The Federal Emergency Management Agency (FEMA) has scheduled a hastily called meeting for Thursday (Oct. 30) in Washington, D.C., allowing RV manufacturers and a Joint Housing Solutions Group to discuss “current market condition and the capability of RV manufacturers” to build travel trailers meeting FEMA’s now-stringent formaldehyde standards.
Invitations for the meeting were posted on FEMA’s website Friday, and the Recreation Vehicle Industry Association (RVIA) issued a Standards News Bulletin today notifying manufacturers about the meeting. Bruce Hopkins, RVIA vice president of standards and education, said the meeting was a surprise and that the reason it was scheduled is unclear.
Manufacturers have until Tuesday to RVSP.
“We just got the information,” Hopkins said. “We don’t even really know what it’s about.”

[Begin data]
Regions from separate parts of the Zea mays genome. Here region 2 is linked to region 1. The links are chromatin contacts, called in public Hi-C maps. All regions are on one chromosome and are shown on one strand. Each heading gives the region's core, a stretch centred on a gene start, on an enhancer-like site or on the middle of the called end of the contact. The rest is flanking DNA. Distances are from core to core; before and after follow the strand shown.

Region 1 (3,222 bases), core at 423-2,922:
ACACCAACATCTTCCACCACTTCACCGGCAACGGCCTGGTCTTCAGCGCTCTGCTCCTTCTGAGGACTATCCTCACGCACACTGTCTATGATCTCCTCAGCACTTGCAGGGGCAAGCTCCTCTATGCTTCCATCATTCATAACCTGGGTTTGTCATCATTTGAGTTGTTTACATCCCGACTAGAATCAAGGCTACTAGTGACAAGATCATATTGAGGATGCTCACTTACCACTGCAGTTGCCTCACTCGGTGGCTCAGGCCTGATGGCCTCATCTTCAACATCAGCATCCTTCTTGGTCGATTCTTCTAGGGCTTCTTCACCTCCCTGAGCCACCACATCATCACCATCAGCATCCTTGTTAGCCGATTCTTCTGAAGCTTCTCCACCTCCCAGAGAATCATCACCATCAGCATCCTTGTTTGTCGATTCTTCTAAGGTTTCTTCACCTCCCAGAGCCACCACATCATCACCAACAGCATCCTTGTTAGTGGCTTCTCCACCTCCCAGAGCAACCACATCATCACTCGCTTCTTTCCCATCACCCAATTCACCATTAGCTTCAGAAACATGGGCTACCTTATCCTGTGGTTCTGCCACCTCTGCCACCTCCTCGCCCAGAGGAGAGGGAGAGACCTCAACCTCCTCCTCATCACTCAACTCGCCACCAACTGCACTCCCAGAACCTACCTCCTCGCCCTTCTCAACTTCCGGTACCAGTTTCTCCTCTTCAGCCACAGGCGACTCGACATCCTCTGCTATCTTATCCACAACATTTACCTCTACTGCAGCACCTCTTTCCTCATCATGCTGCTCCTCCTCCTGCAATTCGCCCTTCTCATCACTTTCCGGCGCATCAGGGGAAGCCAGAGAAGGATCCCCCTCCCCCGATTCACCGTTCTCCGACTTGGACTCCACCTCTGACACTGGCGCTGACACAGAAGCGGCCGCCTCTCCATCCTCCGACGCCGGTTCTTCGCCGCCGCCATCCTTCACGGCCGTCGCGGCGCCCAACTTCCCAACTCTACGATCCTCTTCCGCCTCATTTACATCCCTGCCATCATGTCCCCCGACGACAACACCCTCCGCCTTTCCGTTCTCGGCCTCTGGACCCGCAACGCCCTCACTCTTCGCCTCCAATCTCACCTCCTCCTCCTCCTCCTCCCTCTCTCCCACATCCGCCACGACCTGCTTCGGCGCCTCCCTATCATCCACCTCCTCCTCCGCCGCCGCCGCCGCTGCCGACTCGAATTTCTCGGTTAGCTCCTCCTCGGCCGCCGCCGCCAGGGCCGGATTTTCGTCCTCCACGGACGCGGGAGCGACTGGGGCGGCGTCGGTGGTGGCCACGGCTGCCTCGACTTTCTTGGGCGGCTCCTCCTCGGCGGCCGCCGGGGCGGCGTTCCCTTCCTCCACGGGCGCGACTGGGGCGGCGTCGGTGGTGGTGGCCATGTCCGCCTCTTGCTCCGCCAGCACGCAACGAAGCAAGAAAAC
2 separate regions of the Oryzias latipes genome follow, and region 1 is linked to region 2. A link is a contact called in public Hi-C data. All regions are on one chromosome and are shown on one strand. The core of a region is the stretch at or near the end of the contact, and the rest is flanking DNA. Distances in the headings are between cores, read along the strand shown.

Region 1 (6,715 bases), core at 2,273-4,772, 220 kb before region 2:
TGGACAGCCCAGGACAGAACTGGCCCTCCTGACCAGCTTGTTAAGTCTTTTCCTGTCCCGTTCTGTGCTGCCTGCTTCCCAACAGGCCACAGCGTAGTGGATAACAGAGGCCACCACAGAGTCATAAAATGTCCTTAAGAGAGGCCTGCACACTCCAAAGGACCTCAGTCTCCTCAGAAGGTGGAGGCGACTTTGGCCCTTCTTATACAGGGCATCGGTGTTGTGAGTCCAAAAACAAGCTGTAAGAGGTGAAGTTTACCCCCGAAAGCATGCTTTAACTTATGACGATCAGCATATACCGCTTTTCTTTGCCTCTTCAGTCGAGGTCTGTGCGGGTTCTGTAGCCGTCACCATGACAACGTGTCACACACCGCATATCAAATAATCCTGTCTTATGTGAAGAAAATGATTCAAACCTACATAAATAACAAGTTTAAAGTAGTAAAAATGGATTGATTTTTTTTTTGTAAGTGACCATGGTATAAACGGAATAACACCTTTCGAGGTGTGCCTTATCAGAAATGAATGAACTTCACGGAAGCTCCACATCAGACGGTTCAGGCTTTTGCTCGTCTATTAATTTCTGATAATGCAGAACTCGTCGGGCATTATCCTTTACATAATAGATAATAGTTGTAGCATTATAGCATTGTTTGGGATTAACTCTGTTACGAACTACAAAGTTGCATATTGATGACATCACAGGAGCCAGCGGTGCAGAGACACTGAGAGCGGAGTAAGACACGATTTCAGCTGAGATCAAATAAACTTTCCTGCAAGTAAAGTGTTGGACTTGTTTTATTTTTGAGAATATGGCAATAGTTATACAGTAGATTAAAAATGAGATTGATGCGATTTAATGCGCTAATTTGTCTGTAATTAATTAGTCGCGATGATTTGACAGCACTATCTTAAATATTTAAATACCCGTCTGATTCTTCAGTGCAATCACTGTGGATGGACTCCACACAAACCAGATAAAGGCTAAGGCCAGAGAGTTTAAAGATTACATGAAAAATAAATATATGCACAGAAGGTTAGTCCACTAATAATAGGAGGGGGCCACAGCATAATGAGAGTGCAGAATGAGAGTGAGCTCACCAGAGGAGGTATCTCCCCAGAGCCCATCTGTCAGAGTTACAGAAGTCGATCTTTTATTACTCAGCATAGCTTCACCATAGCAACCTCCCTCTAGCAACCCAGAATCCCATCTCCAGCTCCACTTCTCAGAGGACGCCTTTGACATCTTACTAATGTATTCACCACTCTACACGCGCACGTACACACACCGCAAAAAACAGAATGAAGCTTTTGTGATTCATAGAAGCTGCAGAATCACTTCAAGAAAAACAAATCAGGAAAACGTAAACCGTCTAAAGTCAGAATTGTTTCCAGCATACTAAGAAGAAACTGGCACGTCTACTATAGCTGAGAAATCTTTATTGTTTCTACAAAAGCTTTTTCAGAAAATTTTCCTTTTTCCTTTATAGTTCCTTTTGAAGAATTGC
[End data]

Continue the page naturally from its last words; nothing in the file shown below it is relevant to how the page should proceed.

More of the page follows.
The FEMA notice said the meeting, scheduled for a Holiday Inn in Washington, will be limited “to the first 50 companies” that respond to the invitation, and that each company may send only two representatives.
Hopkins said that RVIA representatives will be at the meeting. Calls to FEMA to obtain more details about the Thursday meeting were unsuccessful.
FEMA has been in the middle of a controversy that arose about the formaldehyde levels in travel trailers used as emergency housing in 2005 following hurricanes Katrina and Rita.
The formaldehyde issue was the subject of congressional hearings this summer where Henry Waxman, chairman of the House Oversight and Reform Committee, berated industry representatives for their role in building the emergency shelter units – although there has been little proof offered that formaldehyde in travel trailers caused health problems.
While there are no federal standards for formaldehyde emissions in RVs, RVIA has adopted standards set by the California Air Resources Board (CARB) that go into effect in January.